hough traces of human settlement in the Tallinn area date back about 5,000 years, not much is known about life here before the Northern Crusades in the early 13th century. The first mention of Tallinn in historic records comes in 1154, when Arab cartographer al-Idrisi marked it on his world map. Sometime around the start of the second millennium locals had begun using the spot as a market and fishing port, and built a wooden fortress on Toompea Hill.
ccording to legend, Denmark’s national flag originated right here in Tallinn. During a battle to conquer Estonia in 1219, it “floated down from the heavens” spurring the Danes on to victory. Whether it was really divine encouragement or, as some claim, the arrival of Slavic mercenaries that decided the day’s outcome, that battle with the Danes marked the beginning of seven centuries of foreign rule in Estonia. Though various crowns reigned here, the city was settled by ethnic Germans and was known throughout most of its history by its German name, Reval.
An excellent place to learn more about prehistoric Tallinn is the Great Guild Hall, an impressive, Medieval structure that now serves as the Estonian History Museum. Films and interactive displays show how people here lived, fought and survived over the last 11,000 years.
Danish King’s Garden One of Tallinn’s most popular tourist spots is this slope of Toompea hill where, legend insists, the Danish flag came into being in 1219. It’s now a relaxing, courtyard garden complete with terraced steps and picturesque views of Old Town rooftops.
Great Guild Hall
A wooden fortress built on Toompea Hill sometime in the 10th or 11th century was probably the first structure in what later became Tallinn. Foreign invaders replaced it with a stone building in 1227–29, and over the centuries it developed into today’s Toompea Castle. Since its early days, the castle has served as the local seat of power for any empire ruling Estonia. Fittingly, the building is now home to the nation’s Parliament.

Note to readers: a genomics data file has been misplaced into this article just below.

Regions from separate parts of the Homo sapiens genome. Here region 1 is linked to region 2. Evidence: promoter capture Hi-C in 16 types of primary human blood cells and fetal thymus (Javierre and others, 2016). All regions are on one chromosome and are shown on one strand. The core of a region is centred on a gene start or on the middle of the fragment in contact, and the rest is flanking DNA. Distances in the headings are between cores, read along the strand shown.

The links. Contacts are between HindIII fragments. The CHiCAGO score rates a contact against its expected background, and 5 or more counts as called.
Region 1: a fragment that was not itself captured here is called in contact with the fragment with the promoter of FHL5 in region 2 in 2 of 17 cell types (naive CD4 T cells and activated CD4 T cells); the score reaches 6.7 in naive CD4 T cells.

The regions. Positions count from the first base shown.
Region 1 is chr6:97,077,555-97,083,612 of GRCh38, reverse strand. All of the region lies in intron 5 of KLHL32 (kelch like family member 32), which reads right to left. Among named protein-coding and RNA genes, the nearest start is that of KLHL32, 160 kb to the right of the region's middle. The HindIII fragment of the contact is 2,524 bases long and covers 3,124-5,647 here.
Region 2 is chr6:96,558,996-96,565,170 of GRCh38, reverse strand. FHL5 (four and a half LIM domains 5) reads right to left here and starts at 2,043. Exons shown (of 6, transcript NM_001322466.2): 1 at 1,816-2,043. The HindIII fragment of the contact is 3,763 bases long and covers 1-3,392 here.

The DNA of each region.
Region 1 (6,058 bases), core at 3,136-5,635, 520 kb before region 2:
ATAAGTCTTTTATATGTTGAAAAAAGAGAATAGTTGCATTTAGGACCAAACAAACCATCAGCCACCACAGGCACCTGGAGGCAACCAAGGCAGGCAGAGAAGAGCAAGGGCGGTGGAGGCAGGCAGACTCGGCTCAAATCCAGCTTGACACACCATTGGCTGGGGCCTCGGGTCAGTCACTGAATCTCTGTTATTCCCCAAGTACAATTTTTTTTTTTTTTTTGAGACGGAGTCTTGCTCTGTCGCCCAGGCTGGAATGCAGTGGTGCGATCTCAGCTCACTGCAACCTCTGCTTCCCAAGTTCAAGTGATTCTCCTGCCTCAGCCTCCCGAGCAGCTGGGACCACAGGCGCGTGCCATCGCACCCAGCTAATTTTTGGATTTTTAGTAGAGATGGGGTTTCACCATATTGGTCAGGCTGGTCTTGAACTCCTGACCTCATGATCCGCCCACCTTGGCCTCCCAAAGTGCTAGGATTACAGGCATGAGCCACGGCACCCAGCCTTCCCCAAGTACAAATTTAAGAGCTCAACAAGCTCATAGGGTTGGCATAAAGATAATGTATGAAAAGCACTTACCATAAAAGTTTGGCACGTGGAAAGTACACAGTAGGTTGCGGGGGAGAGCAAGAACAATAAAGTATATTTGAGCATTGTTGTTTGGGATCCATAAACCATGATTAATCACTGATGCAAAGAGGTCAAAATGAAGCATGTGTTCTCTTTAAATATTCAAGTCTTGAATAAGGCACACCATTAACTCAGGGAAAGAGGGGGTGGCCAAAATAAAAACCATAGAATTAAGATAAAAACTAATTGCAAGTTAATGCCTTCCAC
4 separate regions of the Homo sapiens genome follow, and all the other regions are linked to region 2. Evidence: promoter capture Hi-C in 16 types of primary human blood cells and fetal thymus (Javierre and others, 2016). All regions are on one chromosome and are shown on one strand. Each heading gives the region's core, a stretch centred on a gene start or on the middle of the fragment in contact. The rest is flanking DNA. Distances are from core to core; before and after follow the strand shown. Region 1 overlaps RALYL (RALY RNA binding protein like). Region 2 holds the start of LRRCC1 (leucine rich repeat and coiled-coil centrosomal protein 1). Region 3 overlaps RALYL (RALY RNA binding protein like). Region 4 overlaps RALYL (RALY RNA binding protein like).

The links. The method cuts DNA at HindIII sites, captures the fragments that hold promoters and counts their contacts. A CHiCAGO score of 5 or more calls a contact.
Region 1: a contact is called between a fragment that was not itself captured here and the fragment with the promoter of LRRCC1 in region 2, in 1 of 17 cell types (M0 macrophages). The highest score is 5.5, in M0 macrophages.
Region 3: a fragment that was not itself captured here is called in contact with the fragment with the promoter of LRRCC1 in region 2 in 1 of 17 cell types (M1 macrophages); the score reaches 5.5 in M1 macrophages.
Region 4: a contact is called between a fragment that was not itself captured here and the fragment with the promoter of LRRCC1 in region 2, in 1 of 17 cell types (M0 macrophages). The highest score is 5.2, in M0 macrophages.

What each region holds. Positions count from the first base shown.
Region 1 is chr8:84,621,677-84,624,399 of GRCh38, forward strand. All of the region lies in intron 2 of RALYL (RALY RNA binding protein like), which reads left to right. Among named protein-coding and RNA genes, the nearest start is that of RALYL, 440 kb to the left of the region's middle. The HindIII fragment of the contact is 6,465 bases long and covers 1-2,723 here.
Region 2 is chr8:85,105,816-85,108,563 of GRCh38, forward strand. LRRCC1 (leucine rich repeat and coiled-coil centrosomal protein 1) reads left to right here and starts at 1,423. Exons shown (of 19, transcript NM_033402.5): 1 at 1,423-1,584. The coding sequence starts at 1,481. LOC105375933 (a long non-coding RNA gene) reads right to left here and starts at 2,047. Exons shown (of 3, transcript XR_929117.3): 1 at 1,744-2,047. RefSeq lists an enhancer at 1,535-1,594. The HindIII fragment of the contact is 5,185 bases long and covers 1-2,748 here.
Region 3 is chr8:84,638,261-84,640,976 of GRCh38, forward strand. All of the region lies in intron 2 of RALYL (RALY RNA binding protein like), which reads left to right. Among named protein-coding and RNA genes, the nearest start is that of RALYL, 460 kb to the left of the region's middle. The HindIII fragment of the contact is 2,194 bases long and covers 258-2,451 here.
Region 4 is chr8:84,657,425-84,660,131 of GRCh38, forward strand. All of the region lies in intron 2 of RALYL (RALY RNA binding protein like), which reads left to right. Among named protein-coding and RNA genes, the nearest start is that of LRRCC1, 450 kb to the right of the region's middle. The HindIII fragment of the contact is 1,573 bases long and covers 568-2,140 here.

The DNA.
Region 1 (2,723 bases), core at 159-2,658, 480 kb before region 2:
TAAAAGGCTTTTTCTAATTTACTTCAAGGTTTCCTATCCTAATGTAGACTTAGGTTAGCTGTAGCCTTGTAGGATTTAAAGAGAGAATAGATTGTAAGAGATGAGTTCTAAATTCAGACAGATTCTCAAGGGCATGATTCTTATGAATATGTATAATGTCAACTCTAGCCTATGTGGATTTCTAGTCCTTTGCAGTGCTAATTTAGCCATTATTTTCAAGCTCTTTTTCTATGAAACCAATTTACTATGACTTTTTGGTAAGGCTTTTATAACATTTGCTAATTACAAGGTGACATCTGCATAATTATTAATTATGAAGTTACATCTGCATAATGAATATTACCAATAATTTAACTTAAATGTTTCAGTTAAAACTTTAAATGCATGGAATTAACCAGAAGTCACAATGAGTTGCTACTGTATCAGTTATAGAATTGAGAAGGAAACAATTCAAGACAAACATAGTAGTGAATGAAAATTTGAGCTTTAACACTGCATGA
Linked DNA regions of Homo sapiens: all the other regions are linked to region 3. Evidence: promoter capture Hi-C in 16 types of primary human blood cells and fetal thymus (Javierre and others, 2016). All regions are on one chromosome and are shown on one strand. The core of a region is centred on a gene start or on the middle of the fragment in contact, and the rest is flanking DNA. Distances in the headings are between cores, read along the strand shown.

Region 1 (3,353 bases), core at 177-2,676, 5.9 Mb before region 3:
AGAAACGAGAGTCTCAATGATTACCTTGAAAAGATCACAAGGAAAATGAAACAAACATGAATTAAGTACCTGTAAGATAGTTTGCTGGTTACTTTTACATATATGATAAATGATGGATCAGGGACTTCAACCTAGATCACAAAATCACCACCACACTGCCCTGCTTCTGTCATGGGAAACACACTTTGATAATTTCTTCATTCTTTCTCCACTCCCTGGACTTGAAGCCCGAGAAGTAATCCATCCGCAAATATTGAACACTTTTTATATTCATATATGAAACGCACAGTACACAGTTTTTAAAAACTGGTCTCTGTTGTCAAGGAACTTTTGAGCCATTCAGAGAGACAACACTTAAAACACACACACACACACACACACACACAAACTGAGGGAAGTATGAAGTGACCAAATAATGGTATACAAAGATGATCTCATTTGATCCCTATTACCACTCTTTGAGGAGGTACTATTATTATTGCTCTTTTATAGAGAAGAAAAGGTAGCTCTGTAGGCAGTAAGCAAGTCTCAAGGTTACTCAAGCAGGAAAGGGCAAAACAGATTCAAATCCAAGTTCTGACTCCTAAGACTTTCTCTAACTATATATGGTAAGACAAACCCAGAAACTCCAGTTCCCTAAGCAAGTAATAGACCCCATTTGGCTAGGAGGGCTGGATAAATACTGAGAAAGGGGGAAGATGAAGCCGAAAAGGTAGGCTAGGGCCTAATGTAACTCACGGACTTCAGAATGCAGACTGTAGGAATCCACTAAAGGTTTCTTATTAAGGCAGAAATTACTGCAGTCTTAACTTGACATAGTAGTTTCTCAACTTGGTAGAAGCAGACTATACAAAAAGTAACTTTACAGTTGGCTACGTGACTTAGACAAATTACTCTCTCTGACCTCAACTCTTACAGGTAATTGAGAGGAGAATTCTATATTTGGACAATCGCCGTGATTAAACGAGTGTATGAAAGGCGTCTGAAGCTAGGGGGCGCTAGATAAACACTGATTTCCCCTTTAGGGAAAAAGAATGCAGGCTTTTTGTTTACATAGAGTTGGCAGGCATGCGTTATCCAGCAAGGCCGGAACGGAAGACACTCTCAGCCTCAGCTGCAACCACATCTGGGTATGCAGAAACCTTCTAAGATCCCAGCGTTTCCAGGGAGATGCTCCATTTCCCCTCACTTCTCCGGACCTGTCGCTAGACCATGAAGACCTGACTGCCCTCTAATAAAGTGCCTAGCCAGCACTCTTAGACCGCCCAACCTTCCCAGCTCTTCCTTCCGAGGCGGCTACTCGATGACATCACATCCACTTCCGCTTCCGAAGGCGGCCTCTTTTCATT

Dominican Monastery Still seeming to echo with the chants of Medieval monks, the city’s oldest existing building is the Dominican Monastery, which dates to 1246.
allinn’s Medieval heyday lasted from the 13th to 16th centuries when the city flourished as a key Hanseatic trade centre. Merchants here grew wealthy thanks to a brisk trade in grain, linen, textiles, herring, wine, Oriental spices, Russian fur and wax, and, most importantly, salt. The grand houses, towering churches and overall look of Old Town as we know it today took their shape during this period.
weden ruled Estonia from the late 1500s to 1710, during which it put a lot of work into improving Tallinn’s defenses. In addition to strengthening the city wall and its towers, builders installed secret tunnels around the bastions for moving soldiers and gunpowder, and for spying on would-be invaders.
Hanseatic League In 1284 Tallinn became a member of the Hanseatic League, a network of cities that dominated northern Europe’s trade in Medieval times. Under the Hanseatic system of law, the town was governed by wealthy Burgomeisters, while business spheres were ruled by powerful merchant and craft guilds, whose grand halls can still be
Dance with Death Tallinn’s most famous artwork is Bernt Notke’s 15th-century painting Danse Macabre (Dance with Death), a spooky depiction of people dancing with skeletons. The unusual, wall-sized work is on display in St. Nicholas’ Church, and continues to amaze visitors with its immensity and level of detail.